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Diversity Challenge

an overview

10th Annual Diversity Challenge

Race and Culture in Teaching, Training, and Supervision

October 15-16, 2010


The numbers of African Americans, Asian Americans, Latina/o Americans, and Native Americans (ALANAs) and related immigrant groups of Color are increasing in a wide variety of social domains in society including schools and helmscolleges, mental health programs and other professional schools, as well as in the workplace. At the same time, the number of “Whitetopias” (i.e., communities populated by only White Americans and related immigrants) are also increasing. When members of the ALANA and White communities come together to achieve some common goal, they often hold misconceptions of one another that make it difficult to build alliances or deliver services effectively. Teachers and professors, supervisors, and equity officers often find themselves in the position of teaching about race and culture as a means of building more hospitable climates and overcoming well-socialized racial and cultural stereotypes in settings where supervisors, administrators, and the partakers of services themselves often lack awareness of the unique challenges of addressing issues of race and culture and the importance of doing so.


Diversity Challenge includes panel discussions, symposia, workshops, structured discussions, poster sessions, and individual presentations by invited experts in education, administration, research, mental health, and community activism.  Addressing the issues related to this year's theme are the goals of Diversity Challenge 2010.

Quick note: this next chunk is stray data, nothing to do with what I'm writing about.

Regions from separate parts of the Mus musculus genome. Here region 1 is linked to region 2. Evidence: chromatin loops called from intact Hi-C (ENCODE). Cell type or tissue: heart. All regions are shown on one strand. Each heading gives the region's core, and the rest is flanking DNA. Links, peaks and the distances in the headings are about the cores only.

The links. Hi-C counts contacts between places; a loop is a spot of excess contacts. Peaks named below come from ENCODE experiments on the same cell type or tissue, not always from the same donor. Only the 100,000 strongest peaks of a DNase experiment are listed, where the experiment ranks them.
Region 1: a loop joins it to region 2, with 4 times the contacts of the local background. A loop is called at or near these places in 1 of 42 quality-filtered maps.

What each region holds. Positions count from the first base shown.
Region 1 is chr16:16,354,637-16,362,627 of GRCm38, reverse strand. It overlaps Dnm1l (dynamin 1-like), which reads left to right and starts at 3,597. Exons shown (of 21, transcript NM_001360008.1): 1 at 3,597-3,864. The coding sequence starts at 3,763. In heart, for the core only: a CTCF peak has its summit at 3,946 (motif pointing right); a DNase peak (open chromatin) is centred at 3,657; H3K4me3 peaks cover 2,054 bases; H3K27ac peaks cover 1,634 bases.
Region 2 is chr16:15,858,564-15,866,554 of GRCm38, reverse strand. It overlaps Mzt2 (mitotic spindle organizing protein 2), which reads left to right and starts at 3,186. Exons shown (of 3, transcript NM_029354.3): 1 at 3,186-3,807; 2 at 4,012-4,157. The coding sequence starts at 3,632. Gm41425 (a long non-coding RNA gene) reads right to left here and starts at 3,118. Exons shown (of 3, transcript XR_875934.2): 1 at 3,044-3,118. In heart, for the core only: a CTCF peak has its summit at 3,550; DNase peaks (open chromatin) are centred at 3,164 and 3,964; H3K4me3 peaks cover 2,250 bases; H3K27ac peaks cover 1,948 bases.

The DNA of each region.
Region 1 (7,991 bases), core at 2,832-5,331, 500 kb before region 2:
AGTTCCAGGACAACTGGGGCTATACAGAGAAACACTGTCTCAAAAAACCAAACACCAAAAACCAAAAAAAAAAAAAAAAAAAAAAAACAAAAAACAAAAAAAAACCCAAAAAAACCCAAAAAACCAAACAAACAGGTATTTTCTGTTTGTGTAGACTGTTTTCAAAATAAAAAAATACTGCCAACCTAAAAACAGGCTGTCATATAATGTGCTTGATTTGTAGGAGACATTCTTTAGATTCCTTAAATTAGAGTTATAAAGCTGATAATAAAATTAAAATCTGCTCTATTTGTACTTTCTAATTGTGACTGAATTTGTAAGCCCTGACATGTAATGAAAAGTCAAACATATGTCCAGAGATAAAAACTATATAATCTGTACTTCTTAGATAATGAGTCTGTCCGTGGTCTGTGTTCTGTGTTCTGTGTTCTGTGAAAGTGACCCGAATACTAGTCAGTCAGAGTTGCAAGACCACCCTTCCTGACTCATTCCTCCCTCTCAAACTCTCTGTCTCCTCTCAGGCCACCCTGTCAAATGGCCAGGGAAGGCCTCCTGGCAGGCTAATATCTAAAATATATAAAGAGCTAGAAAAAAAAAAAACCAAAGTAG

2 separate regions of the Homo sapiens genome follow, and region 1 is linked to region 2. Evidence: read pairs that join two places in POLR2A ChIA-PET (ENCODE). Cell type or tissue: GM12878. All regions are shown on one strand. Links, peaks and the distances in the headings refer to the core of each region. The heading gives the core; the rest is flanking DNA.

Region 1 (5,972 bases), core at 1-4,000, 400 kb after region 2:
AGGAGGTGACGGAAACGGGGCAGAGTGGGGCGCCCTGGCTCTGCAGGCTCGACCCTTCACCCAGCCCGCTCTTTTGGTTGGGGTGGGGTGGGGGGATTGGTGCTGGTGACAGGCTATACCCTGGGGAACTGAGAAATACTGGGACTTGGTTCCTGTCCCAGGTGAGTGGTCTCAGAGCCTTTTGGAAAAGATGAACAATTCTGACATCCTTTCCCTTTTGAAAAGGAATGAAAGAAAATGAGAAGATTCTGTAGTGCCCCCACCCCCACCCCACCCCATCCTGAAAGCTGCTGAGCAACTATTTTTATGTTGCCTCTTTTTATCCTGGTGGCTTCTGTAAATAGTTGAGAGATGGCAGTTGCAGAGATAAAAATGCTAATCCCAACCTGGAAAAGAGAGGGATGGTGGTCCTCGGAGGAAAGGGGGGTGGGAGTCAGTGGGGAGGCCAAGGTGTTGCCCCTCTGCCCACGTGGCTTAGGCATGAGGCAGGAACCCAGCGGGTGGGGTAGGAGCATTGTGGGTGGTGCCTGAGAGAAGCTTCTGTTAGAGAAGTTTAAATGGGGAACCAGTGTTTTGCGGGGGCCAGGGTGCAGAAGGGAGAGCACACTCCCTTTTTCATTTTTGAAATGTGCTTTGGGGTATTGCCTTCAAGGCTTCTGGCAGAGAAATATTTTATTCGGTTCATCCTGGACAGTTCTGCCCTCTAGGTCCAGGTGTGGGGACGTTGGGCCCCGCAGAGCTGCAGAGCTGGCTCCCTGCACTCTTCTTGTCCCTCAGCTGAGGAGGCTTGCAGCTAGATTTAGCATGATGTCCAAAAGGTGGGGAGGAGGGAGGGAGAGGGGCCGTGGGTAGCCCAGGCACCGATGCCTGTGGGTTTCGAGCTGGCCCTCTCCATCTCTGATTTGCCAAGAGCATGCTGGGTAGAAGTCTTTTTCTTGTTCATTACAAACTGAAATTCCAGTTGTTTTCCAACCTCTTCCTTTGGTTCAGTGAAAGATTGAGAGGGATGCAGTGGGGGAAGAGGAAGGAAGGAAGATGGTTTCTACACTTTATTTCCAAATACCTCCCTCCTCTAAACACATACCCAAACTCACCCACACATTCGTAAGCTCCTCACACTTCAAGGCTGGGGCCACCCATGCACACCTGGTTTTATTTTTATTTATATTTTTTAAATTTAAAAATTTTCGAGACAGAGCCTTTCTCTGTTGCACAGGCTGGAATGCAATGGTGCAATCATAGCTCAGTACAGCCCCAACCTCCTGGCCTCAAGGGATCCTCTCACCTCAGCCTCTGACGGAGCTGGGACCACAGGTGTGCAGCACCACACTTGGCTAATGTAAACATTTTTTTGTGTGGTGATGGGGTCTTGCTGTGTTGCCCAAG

Over 115 Presentations, Including………..

  1. Acknowledging Your Voice: Researcher Training and Development in Race Research
  2. "I think they feel like visitors:" White Educators' Perspectives of METCO Students
  3. Motivational Interviewing to Facilitate Student Clinicians’ Change in Multicultural Courses
  4. Facilitating Intergroup Dialogues on Race
  5.  The Effects of Segregating Through School Choice: Examining Schooling and Success Patterns
  6. Using an Intersectional Paradigm in Teaching, Research, and Practice
  7. Hope for Oppressed Children: Equity and Social Justice in the Classroom
  8. Race and Culture Resistances in Institutions and Teaching: Personal Communication
  9. Integrating Race and Culture into an Undergraduate Human Services Curriculum
  10. A Multicultural Relational Psychoanalytic Approach

Download our brochure for more information on this year's Diversity Challenge.


Continuing education credits for psychologists, mental health counselors, and social workers are available.  Professional Development Points (PDPs) for teachers/school administrators will be offered.


PRESENTERS: View a listing of the Presentation Schedule and note the date/time you are presenting.  A Conference Program complete with room locations will be distributed at the Diversity Challenge registration desk during check-in.


Diversity Challenge sessions will be presented in several buildings:  Yawkey Center, Campion Hall, Cushing Hall, and Fulton Hall.  Participants should park in the Beacon Street Garage, 3rd floor.  Registration will be in the Murray Room in Yawkey Hall.  View a map of the Boston College campus to view the building and garage locations.


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